We often talk of a ‘traditional’ Christmas, but just what does that mean?
In the wide research we’ve done around the heritage project, we’ve come across some snippets about Christmas past and the kind of society the people of the day lived in, particularly around the pagan heritage, and the Jacobean/Carolean, Georgian and Victorian periods. They’ll be the subject of separate blogs and we hope you’ll enjoy them!
Our best wishes for the festive season and we hope you have a happy and memorable one.
Firstly, why do we celebrate on 25 December when there’s nothing in the Bible or any other source identifying the actual birth day of Jesus?
The reason goes something like this: In the Julian (i.e. the Roman) calendar, 25 December was reckoned to be the winter solstice, and it was regarded as the Nativity of the Sun. Initially, Christians celebrated 6 January as the date of Jesus’ Nativity, but it was changed to 25 December in the third/fourth century AD because, ‘..it was the custom of the heathen to celebrate on the same 25 December the birthday of the sun… in which Christians took part…’ as one Syrian writer put it. Sir James George Frazer, The Golden Bough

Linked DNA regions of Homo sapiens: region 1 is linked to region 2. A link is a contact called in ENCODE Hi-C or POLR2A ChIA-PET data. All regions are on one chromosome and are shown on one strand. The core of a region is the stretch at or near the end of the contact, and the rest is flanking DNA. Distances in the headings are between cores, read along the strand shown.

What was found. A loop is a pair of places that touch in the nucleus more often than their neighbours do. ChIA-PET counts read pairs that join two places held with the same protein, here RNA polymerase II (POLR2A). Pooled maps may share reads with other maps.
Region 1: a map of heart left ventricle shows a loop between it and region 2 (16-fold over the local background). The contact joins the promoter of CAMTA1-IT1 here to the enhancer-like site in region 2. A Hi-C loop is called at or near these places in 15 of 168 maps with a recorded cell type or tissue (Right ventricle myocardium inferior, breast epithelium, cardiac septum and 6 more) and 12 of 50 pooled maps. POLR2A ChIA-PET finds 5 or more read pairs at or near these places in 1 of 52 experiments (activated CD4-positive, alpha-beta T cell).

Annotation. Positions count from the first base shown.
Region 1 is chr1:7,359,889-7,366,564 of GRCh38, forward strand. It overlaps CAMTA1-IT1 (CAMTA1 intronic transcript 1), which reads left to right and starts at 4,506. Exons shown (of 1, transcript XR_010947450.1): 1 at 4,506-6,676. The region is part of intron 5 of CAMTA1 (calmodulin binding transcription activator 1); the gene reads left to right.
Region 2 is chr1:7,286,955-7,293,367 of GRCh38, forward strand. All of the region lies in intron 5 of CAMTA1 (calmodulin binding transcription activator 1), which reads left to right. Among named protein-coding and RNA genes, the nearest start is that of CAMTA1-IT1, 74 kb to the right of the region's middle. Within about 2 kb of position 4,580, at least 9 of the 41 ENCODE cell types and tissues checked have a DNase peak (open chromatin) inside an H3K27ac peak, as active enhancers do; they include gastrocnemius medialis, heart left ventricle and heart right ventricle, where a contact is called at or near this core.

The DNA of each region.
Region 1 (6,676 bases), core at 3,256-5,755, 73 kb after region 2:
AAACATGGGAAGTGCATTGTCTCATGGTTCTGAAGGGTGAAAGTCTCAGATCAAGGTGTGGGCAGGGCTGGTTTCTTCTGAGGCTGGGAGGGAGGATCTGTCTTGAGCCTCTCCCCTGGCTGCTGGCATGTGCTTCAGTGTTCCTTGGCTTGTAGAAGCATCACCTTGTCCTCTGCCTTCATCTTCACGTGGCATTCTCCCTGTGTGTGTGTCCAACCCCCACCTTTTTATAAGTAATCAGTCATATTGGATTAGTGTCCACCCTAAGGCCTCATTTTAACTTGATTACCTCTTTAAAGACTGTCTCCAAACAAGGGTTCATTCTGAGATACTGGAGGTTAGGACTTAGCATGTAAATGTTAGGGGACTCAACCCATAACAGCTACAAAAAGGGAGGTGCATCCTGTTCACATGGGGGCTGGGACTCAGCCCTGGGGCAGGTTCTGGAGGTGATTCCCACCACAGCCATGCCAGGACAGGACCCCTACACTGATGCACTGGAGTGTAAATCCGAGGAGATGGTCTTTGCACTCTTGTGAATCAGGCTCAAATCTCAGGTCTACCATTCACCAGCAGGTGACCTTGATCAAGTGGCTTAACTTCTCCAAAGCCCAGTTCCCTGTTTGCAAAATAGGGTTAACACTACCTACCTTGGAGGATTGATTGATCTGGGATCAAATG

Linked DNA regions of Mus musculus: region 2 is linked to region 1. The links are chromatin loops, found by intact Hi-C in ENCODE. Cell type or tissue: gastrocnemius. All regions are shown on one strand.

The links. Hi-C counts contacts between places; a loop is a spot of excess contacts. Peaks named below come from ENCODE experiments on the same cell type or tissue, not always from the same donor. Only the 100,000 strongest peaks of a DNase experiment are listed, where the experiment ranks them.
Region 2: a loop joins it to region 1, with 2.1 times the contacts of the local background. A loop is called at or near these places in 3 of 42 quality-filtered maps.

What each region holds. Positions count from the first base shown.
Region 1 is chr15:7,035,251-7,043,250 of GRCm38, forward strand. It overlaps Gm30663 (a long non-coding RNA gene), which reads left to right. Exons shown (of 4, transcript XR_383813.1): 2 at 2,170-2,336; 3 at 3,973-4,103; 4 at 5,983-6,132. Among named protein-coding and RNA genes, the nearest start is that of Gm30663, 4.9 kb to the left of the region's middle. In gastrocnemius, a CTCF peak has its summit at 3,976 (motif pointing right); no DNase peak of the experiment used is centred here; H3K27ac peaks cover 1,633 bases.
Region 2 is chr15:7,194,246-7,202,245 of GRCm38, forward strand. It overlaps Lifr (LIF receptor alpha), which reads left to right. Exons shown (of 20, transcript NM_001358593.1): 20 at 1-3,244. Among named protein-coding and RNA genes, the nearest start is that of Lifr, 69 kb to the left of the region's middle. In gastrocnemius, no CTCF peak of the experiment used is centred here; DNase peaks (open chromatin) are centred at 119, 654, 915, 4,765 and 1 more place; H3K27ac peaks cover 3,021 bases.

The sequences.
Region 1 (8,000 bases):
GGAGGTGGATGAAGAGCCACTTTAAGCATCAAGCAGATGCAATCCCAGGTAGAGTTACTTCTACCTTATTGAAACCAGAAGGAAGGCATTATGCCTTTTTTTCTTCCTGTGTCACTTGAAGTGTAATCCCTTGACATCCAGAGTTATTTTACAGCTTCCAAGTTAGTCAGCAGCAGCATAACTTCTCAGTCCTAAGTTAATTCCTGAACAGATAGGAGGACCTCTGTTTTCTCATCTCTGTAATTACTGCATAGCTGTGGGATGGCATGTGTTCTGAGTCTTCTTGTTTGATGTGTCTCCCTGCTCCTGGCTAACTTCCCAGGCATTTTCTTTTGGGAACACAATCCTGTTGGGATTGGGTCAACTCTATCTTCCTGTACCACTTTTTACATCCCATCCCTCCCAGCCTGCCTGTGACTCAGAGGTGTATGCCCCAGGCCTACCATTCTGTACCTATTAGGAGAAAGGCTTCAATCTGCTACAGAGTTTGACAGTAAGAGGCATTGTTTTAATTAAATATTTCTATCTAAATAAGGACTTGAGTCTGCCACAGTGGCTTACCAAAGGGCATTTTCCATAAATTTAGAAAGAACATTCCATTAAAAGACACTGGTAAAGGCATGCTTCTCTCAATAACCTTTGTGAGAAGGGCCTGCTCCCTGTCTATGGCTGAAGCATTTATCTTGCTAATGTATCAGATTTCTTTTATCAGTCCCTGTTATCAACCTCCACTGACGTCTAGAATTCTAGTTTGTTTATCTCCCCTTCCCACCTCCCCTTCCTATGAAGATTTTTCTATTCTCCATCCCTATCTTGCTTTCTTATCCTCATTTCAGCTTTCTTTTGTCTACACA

For thousands of years people around the world have enjoyed midwinter festivals, mixing pagan festivities (such as the European custom of lighting bonfires) with Christmas celebrations. One of the leftovers from these pagan days is the custom of bedecking houses and churches with evergreen plants: the Roman feast of Saturnalia (17-23 December in the Julian calendar), used evergreen garlands to decorate homes. People do this, apparently, for the magical connection of protecting us from evil spirits, and also to encourage the return of spring.